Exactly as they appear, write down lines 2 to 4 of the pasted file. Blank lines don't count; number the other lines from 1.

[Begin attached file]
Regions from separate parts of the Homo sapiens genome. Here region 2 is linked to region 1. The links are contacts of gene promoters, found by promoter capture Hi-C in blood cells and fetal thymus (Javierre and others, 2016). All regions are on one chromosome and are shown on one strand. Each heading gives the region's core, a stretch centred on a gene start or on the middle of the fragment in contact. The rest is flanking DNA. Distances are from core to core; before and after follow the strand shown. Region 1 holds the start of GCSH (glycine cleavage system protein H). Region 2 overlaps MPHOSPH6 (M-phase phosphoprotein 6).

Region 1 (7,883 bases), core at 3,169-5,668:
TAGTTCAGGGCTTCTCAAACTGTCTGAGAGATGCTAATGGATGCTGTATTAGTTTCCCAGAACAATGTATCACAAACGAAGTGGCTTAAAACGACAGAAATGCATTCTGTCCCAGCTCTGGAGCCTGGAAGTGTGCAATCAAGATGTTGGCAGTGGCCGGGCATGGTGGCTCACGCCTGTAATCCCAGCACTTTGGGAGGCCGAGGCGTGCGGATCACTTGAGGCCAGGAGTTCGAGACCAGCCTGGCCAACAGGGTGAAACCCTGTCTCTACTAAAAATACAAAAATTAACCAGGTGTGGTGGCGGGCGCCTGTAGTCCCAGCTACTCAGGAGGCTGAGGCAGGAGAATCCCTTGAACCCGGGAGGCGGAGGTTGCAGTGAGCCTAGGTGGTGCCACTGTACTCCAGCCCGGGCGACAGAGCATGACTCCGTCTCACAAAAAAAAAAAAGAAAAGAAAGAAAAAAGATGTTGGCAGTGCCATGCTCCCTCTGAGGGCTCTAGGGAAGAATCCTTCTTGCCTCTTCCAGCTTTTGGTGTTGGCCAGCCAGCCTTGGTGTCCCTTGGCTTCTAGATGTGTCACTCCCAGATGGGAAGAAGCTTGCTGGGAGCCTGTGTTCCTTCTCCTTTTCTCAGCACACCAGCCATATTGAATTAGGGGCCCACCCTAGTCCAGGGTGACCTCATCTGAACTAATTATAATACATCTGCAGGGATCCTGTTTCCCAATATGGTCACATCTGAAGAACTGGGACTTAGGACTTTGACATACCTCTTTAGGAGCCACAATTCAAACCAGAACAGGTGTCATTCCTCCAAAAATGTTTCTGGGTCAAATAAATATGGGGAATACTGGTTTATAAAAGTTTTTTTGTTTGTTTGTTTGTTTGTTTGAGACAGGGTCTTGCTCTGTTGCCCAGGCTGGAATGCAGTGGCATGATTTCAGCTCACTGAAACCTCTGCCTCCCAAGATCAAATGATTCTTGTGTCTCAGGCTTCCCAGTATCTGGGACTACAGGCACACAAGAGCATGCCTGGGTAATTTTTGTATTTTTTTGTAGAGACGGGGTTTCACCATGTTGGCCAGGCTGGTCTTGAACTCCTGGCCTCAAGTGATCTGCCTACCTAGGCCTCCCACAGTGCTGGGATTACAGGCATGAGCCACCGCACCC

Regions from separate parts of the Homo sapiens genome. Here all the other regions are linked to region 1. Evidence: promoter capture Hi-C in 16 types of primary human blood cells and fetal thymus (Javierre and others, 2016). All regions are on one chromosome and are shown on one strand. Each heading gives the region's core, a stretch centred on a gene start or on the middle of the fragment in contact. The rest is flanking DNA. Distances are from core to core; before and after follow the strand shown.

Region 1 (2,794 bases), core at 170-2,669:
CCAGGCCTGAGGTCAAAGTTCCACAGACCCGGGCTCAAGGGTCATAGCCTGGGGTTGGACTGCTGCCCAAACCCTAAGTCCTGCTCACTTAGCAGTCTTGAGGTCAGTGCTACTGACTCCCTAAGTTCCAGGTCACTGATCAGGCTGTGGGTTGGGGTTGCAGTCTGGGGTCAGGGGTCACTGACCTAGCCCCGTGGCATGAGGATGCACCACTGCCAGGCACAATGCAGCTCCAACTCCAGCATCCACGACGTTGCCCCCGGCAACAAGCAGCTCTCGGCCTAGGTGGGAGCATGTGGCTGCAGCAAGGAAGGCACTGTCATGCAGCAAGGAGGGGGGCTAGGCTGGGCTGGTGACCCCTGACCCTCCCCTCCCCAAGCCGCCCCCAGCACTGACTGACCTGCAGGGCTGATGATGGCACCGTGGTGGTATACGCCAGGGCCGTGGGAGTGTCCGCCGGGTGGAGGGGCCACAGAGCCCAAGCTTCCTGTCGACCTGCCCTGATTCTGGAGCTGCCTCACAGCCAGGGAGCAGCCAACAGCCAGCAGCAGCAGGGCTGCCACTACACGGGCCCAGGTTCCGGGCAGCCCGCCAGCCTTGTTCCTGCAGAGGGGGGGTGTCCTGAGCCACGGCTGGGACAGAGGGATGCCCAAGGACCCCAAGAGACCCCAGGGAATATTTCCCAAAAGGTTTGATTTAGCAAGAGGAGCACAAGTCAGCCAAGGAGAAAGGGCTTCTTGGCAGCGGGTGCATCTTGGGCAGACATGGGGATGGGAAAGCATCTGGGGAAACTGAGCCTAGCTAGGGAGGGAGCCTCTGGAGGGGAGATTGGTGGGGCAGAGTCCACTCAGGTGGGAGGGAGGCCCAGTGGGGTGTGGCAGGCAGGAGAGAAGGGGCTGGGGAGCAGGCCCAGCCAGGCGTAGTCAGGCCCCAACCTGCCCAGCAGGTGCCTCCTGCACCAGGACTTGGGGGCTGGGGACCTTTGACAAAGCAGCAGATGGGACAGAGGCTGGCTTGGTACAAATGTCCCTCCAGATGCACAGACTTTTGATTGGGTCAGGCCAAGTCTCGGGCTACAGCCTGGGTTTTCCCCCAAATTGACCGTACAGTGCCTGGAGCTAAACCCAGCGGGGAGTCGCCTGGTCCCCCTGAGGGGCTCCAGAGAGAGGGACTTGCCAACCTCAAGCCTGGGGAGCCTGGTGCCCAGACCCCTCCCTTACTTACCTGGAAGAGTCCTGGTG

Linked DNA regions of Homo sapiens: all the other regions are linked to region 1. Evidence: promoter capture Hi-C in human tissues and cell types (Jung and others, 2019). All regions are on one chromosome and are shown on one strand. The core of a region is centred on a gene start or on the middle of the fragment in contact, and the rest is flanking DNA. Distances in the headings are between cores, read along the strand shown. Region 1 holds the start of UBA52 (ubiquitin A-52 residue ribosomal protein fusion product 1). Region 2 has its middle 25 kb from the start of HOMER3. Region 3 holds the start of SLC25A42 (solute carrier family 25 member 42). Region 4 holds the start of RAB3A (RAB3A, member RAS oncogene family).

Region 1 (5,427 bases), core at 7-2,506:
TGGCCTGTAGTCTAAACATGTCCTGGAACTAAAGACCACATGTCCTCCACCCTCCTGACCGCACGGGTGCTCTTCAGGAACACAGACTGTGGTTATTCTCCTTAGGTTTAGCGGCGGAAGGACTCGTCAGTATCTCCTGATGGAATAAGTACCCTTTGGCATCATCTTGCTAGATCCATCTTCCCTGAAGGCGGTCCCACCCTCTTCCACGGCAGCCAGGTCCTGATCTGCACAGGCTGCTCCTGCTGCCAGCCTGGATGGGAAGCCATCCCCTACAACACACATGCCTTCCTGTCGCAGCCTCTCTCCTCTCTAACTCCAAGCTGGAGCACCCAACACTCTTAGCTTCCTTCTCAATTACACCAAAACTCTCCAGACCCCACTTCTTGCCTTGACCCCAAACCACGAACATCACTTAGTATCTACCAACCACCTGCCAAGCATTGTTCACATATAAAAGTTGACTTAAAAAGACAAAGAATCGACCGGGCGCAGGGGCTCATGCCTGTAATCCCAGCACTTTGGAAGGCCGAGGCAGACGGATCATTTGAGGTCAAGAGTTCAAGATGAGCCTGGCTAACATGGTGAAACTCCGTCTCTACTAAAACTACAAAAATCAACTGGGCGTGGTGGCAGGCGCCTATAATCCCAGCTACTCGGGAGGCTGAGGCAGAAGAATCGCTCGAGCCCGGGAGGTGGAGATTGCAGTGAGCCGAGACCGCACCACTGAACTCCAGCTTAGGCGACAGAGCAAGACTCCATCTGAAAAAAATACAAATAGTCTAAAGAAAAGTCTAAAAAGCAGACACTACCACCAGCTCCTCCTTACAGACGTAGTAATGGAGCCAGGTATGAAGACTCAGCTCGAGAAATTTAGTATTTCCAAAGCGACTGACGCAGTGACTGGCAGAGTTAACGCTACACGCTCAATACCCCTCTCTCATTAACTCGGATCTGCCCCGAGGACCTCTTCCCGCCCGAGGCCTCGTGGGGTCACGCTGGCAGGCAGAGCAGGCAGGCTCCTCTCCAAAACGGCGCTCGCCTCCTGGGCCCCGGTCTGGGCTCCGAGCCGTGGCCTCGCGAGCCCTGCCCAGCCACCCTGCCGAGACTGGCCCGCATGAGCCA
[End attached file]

Region 1 (7,883 bases), core at 3,169-5,668:
TAGTTCAGGGCTTCTCAAACTGTCTGAGAGATGCTAATGGATGCTGTATTAGTTTCCCAGAACAATGTATCACAAACGAAGTGGCTTAAAACGACAGAAATGCATTCTGTCCCAGCTCTGGAGCCTGGAAGTGTGCAATCAAGATGTTGGCAGTGGCCGGGCATGGTGGCTCACGCCTGTAATCCCAGCACTTTGGGAGGCCGAGGCGTGCGGATCACTTGAGGCCAGGAGTTCGAGACCAGCCTGGCCAACAGGGTGAAACCCTGTCTCTACTAAAAATACAAAAATTAACCAGGTGTGGTGGCGGGCGCCTGTAGTCCCAGCTACTCAGGAGGCTGAGGCAGGAGAATCCCTTGAACCCGGGAGGCGGAGGTTGCAGTGAGCCTAGGTGGTGCCACTGTACTCCAGCCCGGGCGACAGAGCATGACTCCGTCTCACAAAAAAAAAAAAGAAAAGAAAGAAAAAAGATGTTGGCAGTGCCATGCTCCCTCTGAGGGCTCTAGGGAAGAATCCTTCTTGCCTCTTCCAGCTTTTGGTGTTGGCCAGCCAGCCTTGGTGTCCCTTGGCTTCTAGATGTGTCACTCCCAGATGGGAAGAAGCTTGCTGGGAGCCTGTGTTCCTTCTCCTTTTCTCAGCACACCAGCCATATTGAATTAGGGGCCCACCCTAGTCCAGGGTGACCTCATCTGAACTAATTATAATACATCTGCAGGGATCCTGTTTCCCAATATGGTCACATCTGAAGAACTGGGACTTAGGACTTTGACATACCTCTTTAGGAGCCACAATTCAAACCAGAACAGGTGTCATTCCTCCAAAAATGTTTCTGGGTCAAATAAATATGGGGAATACTGGTTTATAAAAGTTTTTTTGTTTGTTTGTTTGTTTGTTTGAGACAGGGTCTTGCTCTGTTGCCCAGGCTGGAATGCAGTGGCATGATTTCAGCTCACTGAAACCTCTGCCTCCCAAGATCAAATGATTCTTGTGTCTCAGGCTTCCCAGTATCTGGGACTACAGGCACACAAGAGCATGCCTGGGTAATTTTTGTATTTTTTTGTAGAGACGGGGTTTCACCATGTTGGCCAGGCTGGTCTTGAACTCCTGGCCTCAAGTGATCTGCCTACCTAGGCCTCCCACAGTGCTGGGATTACAGGCATGAGCCACCGCACCC

Regions from separate parts of the Homo sapiens genome. Here all the other regions are linked to region 1. Evidence: promoter capture Hi-C in 16 types of primary human blood cells and fetal thymus (Javierre and others, 2016). All regions are on one chromosome and are shown on one strand. Each heading gives the region's core, a stretch centred on a gene start or on the middle of the fragment in contact. The rest is flanking DNA. Distances are from core to core; before and after follow the strand shown.